Opposing elements of misery and glory marked the Belgian section of the Western front called The Trench of Death between 1914 and 1918, where regiment after regiment of the Belgian army struggled under unbearably harsh conditions to prevent the German advance toward France at the point where it was halted temporarily by a flood (between Nieuwpoort and Diksmuide). The Germans had fitted a base with petrol tanks near the Ijzer river, and it was heavily armed with machine guns.
In 1915, under heavy fire, Belgians started digging a trench along the west bank of the river to try to retake the base. Through the use of saps (the extension of a trench to a point below the enemy fortifications), both sides got closer to each other until they were yards apart. The attacks were incessant, the trenches narrow, the soldiers sitting ducks for mortar attacks. Finally, in 1917 the Belgians built a big concrete shelter with lookout holes called the "Mouse Trap" to stop the Germans from infiltrating the Belgian trenches at the ends of the saps.
Life was rigorous in the trenches. Belgian soldiers manned the trenches for three days straight, then got three days rest in a cantonment in the rear combat zone.
The Trench of Death near Diksmuide remained the heart of the Belgian resistance until the successful Anglo-Belgian offensive called the Battle of Flanders began on 28 September 1918.
Visiting The Trench of Death at Diksmuide (Dixmude) Belgium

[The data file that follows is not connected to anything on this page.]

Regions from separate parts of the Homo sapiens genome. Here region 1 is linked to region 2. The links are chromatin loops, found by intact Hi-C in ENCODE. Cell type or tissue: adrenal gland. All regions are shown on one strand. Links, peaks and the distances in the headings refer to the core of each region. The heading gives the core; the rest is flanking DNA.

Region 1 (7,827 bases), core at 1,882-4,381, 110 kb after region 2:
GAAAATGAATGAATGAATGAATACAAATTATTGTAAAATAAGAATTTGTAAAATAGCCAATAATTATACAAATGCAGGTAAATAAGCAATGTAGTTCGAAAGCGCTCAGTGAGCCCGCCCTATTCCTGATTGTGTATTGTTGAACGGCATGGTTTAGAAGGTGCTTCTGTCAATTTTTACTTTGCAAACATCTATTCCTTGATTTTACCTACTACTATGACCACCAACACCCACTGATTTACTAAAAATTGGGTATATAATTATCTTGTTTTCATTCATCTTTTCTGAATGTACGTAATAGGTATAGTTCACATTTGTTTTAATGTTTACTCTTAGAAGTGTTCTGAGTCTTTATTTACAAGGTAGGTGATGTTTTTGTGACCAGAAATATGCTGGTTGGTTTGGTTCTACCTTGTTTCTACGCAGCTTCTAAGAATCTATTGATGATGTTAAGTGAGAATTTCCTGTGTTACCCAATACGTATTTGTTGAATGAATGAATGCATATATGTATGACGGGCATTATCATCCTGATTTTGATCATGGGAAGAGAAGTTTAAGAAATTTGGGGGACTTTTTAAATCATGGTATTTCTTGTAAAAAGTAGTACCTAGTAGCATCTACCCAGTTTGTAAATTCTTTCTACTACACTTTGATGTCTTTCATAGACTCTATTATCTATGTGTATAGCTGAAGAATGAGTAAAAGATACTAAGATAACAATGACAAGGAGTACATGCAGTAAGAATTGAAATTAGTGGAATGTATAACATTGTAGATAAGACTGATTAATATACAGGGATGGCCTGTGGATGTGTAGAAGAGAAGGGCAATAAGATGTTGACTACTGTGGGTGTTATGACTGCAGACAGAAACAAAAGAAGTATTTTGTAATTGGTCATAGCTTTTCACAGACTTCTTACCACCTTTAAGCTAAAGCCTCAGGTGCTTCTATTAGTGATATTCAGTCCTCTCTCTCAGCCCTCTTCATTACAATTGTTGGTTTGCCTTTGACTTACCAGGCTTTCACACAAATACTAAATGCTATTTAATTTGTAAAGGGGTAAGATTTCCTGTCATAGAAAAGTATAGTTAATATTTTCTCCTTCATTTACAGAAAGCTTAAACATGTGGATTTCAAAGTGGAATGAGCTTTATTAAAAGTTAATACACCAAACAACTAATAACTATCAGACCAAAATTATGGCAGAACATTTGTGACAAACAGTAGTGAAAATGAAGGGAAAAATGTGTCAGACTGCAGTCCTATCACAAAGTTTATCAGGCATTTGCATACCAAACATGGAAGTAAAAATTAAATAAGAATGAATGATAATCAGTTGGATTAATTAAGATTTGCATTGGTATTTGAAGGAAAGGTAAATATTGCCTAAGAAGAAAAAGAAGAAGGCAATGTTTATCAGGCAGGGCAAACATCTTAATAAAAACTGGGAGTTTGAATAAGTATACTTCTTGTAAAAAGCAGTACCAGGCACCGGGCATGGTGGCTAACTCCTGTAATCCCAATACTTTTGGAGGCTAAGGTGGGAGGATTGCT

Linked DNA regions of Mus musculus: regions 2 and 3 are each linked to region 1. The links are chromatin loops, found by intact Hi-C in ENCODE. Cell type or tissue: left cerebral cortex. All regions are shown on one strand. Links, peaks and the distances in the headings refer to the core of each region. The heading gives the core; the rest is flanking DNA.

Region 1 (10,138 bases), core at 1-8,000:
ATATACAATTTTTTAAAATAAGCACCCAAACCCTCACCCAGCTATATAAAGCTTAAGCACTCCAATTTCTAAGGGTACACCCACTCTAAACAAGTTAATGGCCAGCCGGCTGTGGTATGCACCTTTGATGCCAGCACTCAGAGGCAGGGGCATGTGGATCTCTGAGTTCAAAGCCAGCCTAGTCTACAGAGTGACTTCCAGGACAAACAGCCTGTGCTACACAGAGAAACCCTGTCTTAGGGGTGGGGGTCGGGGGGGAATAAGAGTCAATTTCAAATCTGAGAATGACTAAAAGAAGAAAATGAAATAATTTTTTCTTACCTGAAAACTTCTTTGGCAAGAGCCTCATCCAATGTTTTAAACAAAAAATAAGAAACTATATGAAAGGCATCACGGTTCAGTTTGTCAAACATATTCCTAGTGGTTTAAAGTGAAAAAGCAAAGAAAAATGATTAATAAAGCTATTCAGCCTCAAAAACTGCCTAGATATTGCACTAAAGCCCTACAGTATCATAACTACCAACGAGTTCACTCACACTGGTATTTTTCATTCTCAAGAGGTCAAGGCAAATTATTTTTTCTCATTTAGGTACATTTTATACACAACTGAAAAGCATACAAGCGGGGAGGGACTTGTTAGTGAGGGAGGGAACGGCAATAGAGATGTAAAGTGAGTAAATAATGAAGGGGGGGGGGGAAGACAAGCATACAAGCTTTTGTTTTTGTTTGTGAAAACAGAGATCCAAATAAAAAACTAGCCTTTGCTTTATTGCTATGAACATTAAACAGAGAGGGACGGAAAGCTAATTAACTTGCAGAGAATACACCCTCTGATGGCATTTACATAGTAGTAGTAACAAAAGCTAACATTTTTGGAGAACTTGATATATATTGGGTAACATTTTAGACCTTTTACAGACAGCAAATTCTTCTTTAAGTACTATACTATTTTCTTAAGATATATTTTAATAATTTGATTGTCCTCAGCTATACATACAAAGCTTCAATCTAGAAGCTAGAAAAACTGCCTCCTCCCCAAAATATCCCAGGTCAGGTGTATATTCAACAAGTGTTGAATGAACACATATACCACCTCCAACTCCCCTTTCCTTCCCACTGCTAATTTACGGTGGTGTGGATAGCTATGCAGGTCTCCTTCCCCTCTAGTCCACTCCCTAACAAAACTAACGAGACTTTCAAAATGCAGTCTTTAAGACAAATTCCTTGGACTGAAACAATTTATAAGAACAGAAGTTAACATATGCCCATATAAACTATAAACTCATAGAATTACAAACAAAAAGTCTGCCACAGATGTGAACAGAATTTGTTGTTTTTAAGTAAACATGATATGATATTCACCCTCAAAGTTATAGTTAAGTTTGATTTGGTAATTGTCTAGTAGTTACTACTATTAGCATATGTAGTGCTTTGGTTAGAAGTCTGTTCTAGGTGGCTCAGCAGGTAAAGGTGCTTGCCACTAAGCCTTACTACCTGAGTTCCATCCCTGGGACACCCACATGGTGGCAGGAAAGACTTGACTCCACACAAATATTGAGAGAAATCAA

Pictures can't tell the whole story. The scale and location of the trenches must be seen and felt. Visiting the Trench of Death is free.
The Trench of Death is open from 9 am-12:30 pm and 1-5 pm from April 1 to September 30. Outside of these dates it is only open on weekends.
There is a cafe outside the monument.
From Diksmuide, take the Ijzerdijk north for 1.5 km. The monument is on the right.
Other Places to Visit
The Ysertower. Just outside the western edge of Dixmude, you'll find the Pax-tower, the Crypt, and the Ysertower, together forming the European Peacedomain. You'll get a great view of the surrounding countryside from 84 meters up, and you'll get an idea of the life of soldiers from the 22 floors of the museum.
The town of Dixmude, or Diksmuide, has been rebuilt quite expertly after heavy bombing during WWI, which reduced the town to rubble. There are quite a few hotels in town.
The preservation work done on the Trench of Death makes it difficult to feel the conditions that must have existed at the time. The place is clean, orderly, and reinforced with concrete. Many feel that a visit to Croonart Wood gives a better idea of conditions.
South of Dixmude you'll find the Blankaart Nature Preserve, a shallow lake formed from the harvesting of peat for heating in the 15th and 16th century. Interesting nature walks start from the visitors center, where you can pick up wildlife and other visitor information. There is an outdoor cafe at the entrance.